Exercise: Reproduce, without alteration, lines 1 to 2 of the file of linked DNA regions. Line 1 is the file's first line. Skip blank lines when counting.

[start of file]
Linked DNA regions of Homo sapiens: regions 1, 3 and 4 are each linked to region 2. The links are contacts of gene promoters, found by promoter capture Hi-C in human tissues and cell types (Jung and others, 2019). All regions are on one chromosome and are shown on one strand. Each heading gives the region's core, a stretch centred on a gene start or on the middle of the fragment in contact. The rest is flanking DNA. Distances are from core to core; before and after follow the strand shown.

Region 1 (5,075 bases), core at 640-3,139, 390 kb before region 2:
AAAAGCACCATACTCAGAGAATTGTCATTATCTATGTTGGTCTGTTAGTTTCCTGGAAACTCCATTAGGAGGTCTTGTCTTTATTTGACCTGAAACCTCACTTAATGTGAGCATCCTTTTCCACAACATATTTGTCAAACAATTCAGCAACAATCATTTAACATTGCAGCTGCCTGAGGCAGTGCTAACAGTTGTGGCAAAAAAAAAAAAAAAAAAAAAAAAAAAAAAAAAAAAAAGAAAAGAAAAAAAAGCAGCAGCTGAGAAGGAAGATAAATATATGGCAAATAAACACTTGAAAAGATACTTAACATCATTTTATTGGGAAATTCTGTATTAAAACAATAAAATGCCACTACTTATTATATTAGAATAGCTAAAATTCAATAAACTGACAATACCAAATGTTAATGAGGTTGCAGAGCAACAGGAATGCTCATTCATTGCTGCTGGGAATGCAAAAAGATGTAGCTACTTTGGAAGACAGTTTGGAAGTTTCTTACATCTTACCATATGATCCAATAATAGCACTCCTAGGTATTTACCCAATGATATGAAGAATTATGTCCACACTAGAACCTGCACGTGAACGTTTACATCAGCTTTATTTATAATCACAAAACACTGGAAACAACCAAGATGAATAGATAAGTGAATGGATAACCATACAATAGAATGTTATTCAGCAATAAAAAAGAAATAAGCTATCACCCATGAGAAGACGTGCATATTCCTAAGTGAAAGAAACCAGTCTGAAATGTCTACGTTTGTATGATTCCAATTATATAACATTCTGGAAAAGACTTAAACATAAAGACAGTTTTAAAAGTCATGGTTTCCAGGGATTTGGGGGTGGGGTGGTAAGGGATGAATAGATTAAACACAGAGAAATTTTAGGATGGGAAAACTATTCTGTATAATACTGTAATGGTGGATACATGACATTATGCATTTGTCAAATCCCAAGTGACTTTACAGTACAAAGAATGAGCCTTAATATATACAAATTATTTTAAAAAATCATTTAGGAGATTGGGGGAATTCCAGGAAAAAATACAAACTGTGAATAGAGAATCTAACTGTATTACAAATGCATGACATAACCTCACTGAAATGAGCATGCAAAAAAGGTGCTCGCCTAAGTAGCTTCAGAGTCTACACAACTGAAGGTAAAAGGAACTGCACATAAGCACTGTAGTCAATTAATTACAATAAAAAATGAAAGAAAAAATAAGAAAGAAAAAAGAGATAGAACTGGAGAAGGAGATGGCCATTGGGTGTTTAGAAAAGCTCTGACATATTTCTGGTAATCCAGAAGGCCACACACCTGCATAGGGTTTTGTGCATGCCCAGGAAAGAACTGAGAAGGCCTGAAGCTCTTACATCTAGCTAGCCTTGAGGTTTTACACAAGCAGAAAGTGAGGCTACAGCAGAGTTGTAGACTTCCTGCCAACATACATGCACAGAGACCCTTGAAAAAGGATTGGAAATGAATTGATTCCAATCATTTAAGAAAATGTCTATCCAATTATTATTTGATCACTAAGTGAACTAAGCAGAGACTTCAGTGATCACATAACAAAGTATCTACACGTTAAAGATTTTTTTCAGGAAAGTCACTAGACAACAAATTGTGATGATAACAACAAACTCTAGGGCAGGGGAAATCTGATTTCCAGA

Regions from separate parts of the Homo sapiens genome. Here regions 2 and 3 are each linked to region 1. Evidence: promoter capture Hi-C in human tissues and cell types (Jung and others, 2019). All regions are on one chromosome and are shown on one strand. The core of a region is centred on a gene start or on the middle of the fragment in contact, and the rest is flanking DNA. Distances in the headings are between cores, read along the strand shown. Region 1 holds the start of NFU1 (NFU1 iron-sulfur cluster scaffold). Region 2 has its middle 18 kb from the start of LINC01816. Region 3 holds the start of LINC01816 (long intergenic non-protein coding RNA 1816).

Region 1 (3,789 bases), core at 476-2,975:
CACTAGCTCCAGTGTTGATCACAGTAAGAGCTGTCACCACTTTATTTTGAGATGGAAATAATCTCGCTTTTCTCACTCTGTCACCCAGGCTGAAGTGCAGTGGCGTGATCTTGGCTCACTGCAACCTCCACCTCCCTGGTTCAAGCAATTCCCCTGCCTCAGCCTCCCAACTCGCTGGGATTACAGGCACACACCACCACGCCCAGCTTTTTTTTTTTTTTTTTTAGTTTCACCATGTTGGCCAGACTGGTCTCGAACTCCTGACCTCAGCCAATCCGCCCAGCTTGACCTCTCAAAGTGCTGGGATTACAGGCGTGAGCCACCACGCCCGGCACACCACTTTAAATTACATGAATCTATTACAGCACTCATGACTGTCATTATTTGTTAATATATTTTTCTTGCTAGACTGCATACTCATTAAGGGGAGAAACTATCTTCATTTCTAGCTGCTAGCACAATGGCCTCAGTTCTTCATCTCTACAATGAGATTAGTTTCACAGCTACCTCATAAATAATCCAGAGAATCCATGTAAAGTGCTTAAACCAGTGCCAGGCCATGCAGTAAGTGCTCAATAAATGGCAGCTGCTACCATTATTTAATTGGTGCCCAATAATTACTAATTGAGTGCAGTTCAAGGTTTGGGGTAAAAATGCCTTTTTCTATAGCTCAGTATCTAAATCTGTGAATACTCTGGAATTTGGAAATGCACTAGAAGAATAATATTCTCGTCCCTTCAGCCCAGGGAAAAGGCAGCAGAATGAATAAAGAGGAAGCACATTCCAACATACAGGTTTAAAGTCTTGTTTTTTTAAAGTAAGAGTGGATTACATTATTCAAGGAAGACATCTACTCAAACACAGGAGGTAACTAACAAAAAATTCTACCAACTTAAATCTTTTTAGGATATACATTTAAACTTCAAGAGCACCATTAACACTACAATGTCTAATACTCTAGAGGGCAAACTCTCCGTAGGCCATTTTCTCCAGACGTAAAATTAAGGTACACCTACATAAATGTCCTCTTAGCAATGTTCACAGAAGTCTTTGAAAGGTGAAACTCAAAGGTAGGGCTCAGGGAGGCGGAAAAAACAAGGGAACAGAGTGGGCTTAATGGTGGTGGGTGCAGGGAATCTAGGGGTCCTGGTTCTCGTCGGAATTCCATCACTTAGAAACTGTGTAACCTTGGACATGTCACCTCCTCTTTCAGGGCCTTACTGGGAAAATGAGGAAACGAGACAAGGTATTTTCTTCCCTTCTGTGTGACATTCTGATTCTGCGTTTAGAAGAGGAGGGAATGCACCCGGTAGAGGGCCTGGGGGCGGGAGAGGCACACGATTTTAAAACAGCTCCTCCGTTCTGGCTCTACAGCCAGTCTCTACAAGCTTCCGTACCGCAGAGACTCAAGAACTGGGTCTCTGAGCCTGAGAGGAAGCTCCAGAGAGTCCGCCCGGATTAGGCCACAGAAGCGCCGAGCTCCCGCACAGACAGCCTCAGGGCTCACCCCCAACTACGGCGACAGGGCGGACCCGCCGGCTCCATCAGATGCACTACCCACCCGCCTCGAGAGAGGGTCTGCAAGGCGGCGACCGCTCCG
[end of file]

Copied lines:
Linked DNA regions of Homo sapiens: regions 1, 3 and 4 are each linked to region 2. The links are contacts of gene promoters, found by promoter capture Hi-C in human tissues and cell types (Jung and others, 2019). All regions are on one chromosome and are shown on one strand. Each heading gives the region's core, a stretch centred on a gene start or on the middle of the fragment in contact. The rest is flanking DNA. Distances are from core to core; before and after follow the strand shown.

Region 1 (5,075 bases), core at 640-3,139, 390 kb before region 2: